Traditional Asset Classes in Hedge Funds
Although many hedge funds pursue strategies and assets known only to a well-informed few, most funds have some investment positions in ordinary investment classes. You may be surprised that these funds don’t look much different from what you would see in any investment portfolio.
A stock (also called an equity) is a security that represents a fractional interest in the ownership of a company. Hedge fund managers often buy and sell stocks in order to meet their investment objectives.
A share of stock has limited liability, which means that you can lose your entire investment, but no more than that. If the company files for bankruptcy, creditors can’t come after shareholders for the money that the company owes them.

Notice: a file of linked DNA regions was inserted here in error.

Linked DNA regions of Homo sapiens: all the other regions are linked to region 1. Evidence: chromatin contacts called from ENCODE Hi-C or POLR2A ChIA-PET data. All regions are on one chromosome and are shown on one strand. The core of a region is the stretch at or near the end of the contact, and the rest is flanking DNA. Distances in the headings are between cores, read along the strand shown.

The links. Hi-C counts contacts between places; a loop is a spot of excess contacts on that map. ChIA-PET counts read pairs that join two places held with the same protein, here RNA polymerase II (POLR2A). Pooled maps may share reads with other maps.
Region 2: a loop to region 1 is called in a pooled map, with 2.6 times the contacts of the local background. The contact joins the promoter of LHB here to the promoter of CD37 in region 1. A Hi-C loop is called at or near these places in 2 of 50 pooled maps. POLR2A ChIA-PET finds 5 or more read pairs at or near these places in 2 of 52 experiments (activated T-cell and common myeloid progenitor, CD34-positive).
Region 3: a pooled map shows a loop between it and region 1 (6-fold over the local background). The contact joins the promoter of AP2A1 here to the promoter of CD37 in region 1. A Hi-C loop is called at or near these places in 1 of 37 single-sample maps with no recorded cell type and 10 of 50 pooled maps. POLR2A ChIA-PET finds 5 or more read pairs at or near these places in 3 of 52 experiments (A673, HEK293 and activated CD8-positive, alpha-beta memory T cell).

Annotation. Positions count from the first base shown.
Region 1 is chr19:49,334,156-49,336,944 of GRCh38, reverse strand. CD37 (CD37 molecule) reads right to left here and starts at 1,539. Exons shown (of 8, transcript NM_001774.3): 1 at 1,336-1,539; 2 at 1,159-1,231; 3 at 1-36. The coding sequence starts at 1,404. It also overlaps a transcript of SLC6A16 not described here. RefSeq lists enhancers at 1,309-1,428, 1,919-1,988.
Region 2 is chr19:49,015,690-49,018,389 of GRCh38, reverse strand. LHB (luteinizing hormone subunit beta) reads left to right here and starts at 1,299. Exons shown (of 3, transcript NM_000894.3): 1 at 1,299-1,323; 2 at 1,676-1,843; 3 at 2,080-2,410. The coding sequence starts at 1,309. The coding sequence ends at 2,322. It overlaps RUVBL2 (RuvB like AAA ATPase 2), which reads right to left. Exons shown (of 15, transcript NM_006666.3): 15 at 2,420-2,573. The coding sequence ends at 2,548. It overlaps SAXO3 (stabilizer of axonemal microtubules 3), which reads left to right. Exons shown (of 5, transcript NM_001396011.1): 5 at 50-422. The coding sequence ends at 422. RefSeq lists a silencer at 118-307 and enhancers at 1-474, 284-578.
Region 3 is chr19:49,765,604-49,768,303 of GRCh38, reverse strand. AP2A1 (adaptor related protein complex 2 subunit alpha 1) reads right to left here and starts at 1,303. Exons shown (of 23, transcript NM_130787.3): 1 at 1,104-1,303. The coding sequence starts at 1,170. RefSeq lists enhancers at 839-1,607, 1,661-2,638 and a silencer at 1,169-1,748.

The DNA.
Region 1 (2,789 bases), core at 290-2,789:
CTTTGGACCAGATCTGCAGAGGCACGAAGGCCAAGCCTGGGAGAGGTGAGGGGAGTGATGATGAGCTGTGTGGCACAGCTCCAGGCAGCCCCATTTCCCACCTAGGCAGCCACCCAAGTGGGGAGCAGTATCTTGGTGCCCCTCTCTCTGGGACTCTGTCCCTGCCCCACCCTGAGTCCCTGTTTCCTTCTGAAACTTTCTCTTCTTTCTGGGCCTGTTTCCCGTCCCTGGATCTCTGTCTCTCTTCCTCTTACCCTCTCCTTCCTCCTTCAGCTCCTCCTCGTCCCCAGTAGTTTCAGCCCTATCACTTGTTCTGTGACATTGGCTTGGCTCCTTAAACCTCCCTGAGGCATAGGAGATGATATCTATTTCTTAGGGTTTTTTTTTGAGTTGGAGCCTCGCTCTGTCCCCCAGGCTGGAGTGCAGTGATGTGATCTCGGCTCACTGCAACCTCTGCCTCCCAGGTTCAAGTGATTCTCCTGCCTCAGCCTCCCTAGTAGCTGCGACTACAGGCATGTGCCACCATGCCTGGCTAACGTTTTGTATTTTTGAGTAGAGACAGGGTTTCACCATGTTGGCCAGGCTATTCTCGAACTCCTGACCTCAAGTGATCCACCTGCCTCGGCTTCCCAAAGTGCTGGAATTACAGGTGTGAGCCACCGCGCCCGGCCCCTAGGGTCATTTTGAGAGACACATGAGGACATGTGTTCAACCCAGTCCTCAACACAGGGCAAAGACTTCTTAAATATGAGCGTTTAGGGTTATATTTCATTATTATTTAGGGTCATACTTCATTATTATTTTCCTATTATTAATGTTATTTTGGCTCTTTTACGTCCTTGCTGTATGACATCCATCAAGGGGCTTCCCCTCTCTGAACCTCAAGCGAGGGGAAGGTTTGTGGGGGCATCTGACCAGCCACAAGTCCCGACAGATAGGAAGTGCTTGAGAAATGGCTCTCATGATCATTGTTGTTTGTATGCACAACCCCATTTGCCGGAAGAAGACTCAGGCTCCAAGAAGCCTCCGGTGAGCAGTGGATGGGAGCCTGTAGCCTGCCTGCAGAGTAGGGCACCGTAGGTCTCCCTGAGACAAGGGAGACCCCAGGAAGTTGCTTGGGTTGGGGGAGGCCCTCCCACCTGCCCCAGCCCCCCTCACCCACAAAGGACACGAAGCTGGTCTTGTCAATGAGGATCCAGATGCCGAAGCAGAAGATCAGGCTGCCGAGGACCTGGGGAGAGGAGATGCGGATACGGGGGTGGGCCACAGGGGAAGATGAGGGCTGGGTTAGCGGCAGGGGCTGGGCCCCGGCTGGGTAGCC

A company or a government issues a bond in order to raise money to cover expenses or investments that can’t be funded out of current income or savings. As a bond holder, you are essentially a creditor to the issuer of the bond. Hedge fund managers invest in many different types of bonds at different times; it all depends on the fund’s investment objectives, what techniques the fund uses, and the prices in the market at any given time.
Hedge fund managers have money readily available to purchase securities for the portfolio or to meet customer redemptions. For the most part, the interest rate on cash is very low, so hedge funds try to keep as little cash on hand as possible. However, they do look for some cash and cash-equivalent investments that can pay off handsomely. Other forms of money market securities include the following:
Short-term loans, collectively known as money market securities or cash equivalents, which are expected to mature within 30 days or even overnight
Long-term bonds that are about to mature (say, a bond issued 15 years ago that matures next week)
Uninsured bank CDs
Government securities that will mature within 90 days